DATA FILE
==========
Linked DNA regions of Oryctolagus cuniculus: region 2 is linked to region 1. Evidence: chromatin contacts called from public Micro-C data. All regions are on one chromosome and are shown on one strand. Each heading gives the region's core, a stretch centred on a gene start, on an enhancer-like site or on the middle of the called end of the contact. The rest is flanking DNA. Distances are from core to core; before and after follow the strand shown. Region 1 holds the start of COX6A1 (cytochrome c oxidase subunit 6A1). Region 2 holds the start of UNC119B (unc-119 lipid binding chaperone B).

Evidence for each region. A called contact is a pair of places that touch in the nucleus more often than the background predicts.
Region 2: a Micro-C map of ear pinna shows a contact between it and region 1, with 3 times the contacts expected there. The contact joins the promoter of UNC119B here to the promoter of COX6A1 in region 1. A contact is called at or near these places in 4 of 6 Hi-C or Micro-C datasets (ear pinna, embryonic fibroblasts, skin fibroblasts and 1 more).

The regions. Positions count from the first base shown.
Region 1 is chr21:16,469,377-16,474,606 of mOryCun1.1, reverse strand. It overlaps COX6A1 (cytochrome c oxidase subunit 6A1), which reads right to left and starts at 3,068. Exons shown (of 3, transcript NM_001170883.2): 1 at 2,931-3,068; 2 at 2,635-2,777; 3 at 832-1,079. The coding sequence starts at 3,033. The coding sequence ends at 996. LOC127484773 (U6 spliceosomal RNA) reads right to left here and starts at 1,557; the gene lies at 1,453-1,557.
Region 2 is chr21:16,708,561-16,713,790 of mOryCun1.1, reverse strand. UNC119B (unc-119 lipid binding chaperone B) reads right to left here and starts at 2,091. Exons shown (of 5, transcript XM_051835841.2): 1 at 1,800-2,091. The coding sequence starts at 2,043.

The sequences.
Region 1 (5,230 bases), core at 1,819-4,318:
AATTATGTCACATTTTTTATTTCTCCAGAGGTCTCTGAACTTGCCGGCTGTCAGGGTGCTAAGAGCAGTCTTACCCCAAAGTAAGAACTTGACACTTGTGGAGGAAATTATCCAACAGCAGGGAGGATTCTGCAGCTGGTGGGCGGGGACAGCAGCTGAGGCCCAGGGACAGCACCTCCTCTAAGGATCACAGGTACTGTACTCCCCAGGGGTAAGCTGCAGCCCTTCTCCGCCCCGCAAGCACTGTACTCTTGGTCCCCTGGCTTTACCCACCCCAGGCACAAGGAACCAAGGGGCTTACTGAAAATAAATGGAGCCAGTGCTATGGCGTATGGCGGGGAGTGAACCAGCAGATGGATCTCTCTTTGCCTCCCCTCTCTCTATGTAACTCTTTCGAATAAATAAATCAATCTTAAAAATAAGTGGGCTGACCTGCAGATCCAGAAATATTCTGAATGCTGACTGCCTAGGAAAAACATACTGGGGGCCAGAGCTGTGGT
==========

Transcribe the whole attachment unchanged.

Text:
Linked DNA regions of Oryctolagus cuniculus: region 2 is linked to region 1. Evidence: chromatin contacts called from public Micro-C data. All regions are on one chromosome and are shown on one strand. Each heading gives the region's core, a stretch centred on a gene start, on an enhancer-like site or on the middle of the called end of the contact. The rest is flanking DNA. Distances are from core to core; before and after follow the strand shown. Region 1 holds the start of COX6A1 (cytochrome c oxidase subunit 6A1). Region 2 holds the start of UNC119B (unc-119 lipid binding chaperone B).

Evidence for each region. A called contact is a pair of places that touch in the nucleus more often than the background predicts.
Region 2: a Micro-C map of ear pinna shows a contact between it and region 1, with 3 times the contacts expected there. The contact joins the promoter of UNC119B here to the promoter of COX6A1 in region 1. A contact is called at or near these places in 4 of 6 Hi-C or Micro-C datasets (ear pinna, embryonic fibroblasts, skin fibroblasts and 1 more).

The regions. Positions count from the first base shown.
Region 1 is chr21:16,469,377-16,474,606 of mOryCun1.1, reverse strand. It overlaps COX6A1 (cytochrome c oxidase subunit 6A1), which reads right to left and starts at 3,068. Exons shown (of 3, transcript NM_001170883.2): 1 at 2,931-3,068; 2 at 2,635-2,777; 3 at 832-1,079. The coding sequence starts at 3,033. The coding sequence ends at 996. LOC127484773 (U6 spliceosomal RNA) reads right to left here and starts at 1,557; the gene lies at 1,453-1,557.
Region 2 is chr21:16,708,561-16,713,790 of mOryCun1.1, reverse strand. UNC119B (unc-119 lipid binding chaperone B) reads right to left here and starts at 2,091. Exons shown (of 5, transcript XM_051835841.2): 1 at 1,800-2,091. The coding sequence starts at 2,043.

The sequences.
Region 1 (5,230 bases), core at 1,819-4,318:
AATTATGTCACATTTTTTATTTCTCCAGAGGTCTCTGAACTTGCCGGCTGTCAGGGTGCTAAGAGCAGTCTTACCCCAAAGTAAGAACTTGACACTTGTGGAGGAAATTATCCAACAGCAGGGAGGATTCTGCAGCTGGTGGGCGGGGACAGCAGCTGAGGCCCAGGGACAGCACCTCCTCTAAGGATCACAGGTACTGTACTCCCCAGGGGTAAGCTGCAGCCCTTCTCCGCCCCGCAAGCACTGTACTCTTGGTCCCCTGGCTTTACCCACCCCAGGCACAAGGAACCAAGGGGCTTACTGAAAATAAATGGAGCCAGTGCTATGGCGTATGGCGGGGAGTGAACCAGCAGATGGATCTCTCTTTGCCTCCCCTCTCTCTATGTAACTCTTTCGAATAAATAAATCAATCTTAAAAATAAGTGGGCTGACCTGCAGATCCAGAAATATTCTGAATGCTGACTGCCTAGGAAAAACATACTGGGGGCCAGAGCTGTGGT